These high-tech vape devices can be used for much more than just cannabis and tobacco liquids, concentrates, and plants. Let’s take a brief look at the history of vape devices.
Evolution of the Vape Industry
In the beginning, every smoke shop on the planet had its own proprietary vape devices and juices. It made it difficult for the industry to grow because consumers felt like we were wasting money on proprietary devices, adapters, chargers, etc.
Things were soon standardized with micro-USB-powered c-cell batteries resembling cigars and disposable vapes resembling cigarettes. Much of the vape industry follows this pattern, but legal murkiness surrounding both vaping and cannabis put end-users (even medical patients) at risk of being arrested for carrying or using legal products.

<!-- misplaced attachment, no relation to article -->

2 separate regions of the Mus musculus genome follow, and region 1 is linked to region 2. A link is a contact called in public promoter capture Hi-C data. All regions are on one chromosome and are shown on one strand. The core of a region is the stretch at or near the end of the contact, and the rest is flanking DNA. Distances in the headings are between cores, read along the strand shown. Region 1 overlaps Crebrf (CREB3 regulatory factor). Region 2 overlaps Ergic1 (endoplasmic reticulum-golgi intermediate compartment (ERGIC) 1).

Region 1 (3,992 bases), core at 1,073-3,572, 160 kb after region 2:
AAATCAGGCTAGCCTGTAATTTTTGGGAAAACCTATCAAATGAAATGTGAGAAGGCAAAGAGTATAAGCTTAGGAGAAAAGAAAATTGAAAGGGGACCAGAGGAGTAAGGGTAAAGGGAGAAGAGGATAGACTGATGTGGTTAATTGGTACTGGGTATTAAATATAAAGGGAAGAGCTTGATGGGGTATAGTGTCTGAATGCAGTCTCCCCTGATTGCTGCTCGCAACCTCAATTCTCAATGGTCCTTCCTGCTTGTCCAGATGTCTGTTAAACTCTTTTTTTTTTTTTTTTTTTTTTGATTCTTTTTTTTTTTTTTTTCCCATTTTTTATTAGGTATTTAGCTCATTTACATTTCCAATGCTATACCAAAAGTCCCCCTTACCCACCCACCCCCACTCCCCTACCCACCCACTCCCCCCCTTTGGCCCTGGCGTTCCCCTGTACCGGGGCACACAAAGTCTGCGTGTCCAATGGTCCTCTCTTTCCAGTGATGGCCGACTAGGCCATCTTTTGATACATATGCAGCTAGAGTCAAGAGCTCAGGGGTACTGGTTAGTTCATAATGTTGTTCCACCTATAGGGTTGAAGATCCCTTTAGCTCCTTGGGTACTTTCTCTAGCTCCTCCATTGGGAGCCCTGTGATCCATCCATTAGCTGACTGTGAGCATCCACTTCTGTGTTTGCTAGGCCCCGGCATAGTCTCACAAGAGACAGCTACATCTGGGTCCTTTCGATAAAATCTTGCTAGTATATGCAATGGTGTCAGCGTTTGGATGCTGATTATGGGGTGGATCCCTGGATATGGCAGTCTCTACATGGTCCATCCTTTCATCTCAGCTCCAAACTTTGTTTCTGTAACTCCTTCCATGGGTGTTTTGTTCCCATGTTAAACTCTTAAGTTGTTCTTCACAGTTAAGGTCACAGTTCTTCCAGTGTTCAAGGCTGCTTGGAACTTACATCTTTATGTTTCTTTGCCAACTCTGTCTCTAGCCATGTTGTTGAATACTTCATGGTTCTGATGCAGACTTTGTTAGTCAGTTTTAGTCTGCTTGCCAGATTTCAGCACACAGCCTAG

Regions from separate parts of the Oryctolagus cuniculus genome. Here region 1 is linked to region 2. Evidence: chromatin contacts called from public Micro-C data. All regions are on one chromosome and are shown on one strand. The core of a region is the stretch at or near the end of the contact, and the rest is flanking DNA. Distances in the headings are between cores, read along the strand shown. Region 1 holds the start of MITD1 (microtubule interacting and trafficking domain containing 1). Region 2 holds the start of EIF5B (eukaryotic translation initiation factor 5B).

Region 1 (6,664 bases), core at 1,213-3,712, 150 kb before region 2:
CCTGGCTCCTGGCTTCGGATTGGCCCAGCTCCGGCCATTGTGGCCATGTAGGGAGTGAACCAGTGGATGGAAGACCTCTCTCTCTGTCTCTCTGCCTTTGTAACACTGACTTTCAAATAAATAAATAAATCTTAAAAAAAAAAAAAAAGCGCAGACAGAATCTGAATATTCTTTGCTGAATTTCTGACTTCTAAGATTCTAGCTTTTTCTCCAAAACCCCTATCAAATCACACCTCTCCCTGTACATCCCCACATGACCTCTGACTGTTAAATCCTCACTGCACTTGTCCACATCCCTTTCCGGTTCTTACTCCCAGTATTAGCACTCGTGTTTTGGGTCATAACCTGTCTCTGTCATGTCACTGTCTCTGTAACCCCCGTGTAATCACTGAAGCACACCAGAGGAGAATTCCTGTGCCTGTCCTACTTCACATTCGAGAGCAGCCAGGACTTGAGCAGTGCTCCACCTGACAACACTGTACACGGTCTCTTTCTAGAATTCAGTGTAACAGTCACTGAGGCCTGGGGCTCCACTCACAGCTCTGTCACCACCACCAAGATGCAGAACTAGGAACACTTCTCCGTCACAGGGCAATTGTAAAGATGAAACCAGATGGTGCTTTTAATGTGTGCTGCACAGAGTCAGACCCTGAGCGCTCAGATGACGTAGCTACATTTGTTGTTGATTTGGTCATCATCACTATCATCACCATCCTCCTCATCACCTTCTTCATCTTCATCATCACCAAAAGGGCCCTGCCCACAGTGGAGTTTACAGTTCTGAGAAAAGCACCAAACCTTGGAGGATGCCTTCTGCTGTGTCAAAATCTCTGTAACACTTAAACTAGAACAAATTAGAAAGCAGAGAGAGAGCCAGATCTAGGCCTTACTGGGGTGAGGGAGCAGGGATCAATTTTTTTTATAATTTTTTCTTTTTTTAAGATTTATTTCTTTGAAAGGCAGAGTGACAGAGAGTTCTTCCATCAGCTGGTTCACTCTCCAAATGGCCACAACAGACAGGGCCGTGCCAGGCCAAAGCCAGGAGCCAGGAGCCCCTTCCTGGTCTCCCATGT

While adults are fighting for our rights, the youth are searching around the house for liquids to put into vape devices long discarded and forgotten by their parents. The answer is you shouldn’t be making your own DIY mixes unless you know what you’re doing. Making replacement vape “oils” with household products like vegetable, canola, or coconut oil can give you lipid pneumonia.
And even commercially available vape juices, pre-filled carts, and disposable pens aren’t always reliable. The FDA is doing its best to catch up with regulations, but even these are missing the cannabis and medical marijuana vape industries.